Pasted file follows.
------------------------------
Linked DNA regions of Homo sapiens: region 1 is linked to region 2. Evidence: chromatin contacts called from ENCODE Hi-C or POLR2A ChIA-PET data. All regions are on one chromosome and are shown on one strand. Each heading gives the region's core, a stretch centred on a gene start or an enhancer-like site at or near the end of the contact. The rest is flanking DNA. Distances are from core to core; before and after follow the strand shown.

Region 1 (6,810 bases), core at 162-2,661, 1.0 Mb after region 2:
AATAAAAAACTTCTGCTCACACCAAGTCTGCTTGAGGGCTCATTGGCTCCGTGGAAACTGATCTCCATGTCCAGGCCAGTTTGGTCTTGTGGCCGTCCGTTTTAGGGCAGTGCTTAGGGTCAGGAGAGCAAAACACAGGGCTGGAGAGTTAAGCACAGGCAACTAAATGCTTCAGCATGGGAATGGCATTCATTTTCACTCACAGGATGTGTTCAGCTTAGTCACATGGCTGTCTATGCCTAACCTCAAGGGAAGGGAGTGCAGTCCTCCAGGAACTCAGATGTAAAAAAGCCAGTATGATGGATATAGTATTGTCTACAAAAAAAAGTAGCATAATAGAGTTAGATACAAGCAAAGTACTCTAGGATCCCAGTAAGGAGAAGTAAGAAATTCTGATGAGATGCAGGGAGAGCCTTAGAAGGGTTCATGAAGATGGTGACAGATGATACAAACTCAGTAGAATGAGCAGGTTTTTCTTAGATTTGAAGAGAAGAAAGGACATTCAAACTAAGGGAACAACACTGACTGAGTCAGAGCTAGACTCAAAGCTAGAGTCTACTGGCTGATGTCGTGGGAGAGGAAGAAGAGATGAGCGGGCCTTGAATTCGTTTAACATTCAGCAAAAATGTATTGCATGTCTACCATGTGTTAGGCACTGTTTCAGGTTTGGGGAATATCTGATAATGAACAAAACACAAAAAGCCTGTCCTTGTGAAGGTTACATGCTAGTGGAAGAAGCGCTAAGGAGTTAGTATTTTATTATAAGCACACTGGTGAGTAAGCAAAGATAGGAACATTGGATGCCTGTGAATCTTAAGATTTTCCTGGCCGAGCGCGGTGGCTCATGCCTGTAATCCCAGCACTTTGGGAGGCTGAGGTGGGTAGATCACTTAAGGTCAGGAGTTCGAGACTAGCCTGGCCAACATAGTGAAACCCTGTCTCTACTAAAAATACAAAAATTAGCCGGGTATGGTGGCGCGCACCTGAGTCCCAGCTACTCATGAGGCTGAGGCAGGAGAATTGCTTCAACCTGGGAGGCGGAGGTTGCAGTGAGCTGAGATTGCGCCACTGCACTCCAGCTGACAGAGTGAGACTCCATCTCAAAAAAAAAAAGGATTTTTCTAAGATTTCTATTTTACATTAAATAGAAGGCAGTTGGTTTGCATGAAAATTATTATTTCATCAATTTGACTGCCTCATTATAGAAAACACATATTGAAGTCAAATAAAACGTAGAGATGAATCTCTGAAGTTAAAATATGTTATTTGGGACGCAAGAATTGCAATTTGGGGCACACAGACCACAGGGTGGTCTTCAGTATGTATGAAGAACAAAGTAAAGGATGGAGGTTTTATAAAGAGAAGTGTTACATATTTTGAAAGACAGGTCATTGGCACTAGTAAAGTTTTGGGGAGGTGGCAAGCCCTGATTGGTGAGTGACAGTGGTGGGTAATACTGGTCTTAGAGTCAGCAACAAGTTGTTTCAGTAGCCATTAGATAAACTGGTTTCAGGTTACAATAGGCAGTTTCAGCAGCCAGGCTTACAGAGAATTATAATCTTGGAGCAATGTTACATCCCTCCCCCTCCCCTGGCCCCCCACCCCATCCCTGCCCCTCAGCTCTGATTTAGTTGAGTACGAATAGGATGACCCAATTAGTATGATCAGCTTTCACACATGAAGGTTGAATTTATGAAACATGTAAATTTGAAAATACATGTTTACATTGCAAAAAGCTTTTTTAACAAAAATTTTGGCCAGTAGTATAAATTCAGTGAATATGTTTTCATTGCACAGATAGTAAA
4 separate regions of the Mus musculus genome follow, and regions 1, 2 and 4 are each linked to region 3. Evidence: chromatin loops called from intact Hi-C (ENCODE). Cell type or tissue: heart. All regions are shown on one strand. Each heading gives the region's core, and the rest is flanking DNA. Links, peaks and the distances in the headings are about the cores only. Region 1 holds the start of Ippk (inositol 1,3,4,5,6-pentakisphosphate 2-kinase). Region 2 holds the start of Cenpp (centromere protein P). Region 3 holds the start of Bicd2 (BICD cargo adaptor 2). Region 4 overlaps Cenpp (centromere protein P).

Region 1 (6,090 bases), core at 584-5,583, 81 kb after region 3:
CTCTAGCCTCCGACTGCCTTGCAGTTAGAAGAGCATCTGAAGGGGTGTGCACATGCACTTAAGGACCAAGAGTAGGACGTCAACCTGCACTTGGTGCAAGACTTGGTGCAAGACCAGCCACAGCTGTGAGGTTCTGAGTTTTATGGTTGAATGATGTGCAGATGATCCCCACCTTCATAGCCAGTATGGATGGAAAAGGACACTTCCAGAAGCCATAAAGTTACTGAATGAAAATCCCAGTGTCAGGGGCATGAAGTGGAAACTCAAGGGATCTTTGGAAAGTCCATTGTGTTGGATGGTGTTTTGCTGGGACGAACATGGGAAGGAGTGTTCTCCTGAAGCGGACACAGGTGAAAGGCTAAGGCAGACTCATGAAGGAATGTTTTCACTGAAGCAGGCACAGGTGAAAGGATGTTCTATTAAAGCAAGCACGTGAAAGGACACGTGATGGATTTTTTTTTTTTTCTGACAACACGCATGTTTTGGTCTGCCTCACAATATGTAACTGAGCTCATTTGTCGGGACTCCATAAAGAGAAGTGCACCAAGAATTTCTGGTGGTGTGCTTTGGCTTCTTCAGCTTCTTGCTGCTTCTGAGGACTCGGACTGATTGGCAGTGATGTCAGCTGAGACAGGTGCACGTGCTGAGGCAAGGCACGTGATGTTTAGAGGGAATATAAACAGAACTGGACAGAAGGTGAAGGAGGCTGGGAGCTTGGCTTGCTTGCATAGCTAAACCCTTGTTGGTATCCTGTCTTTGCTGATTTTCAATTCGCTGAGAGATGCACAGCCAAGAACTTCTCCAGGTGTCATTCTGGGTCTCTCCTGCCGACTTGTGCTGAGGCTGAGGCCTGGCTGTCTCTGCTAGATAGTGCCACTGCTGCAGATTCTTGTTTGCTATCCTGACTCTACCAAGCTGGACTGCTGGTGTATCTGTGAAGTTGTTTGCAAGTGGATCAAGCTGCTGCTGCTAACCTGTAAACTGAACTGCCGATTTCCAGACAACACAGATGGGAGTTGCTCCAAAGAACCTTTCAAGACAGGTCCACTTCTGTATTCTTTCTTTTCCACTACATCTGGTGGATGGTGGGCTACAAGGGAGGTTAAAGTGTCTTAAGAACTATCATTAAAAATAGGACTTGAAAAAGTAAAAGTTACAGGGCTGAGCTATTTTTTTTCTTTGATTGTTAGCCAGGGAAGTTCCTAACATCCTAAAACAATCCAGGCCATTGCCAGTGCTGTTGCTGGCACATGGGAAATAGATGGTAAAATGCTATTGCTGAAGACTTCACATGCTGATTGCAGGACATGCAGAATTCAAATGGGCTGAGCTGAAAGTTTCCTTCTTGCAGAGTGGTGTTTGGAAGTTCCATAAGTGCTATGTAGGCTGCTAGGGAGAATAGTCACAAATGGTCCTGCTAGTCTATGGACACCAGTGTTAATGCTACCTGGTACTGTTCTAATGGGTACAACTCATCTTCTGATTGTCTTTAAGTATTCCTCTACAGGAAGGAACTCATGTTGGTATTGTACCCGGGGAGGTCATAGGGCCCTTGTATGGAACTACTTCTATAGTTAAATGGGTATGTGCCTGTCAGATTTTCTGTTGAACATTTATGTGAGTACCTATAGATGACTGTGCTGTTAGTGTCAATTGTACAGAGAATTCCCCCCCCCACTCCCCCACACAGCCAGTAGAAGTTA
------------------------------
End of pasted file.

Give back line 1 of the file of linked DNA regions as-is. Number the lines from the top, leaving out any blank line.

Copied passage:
Linked DNA regions of Homo sapiens: region 1 is linked to region 2. Evidence: chromatin contacts called from ENCODE Hi-C or POLR2A ChIA-PET data. All regions are on one chromosome and are shown on one strand. Each heading gives the region's core, a stretch centred on a gene start or an enhancer-like site at or near the end of the contact. The rest is flanking DNA. Distances are from core to core; before and after follow the strand shown.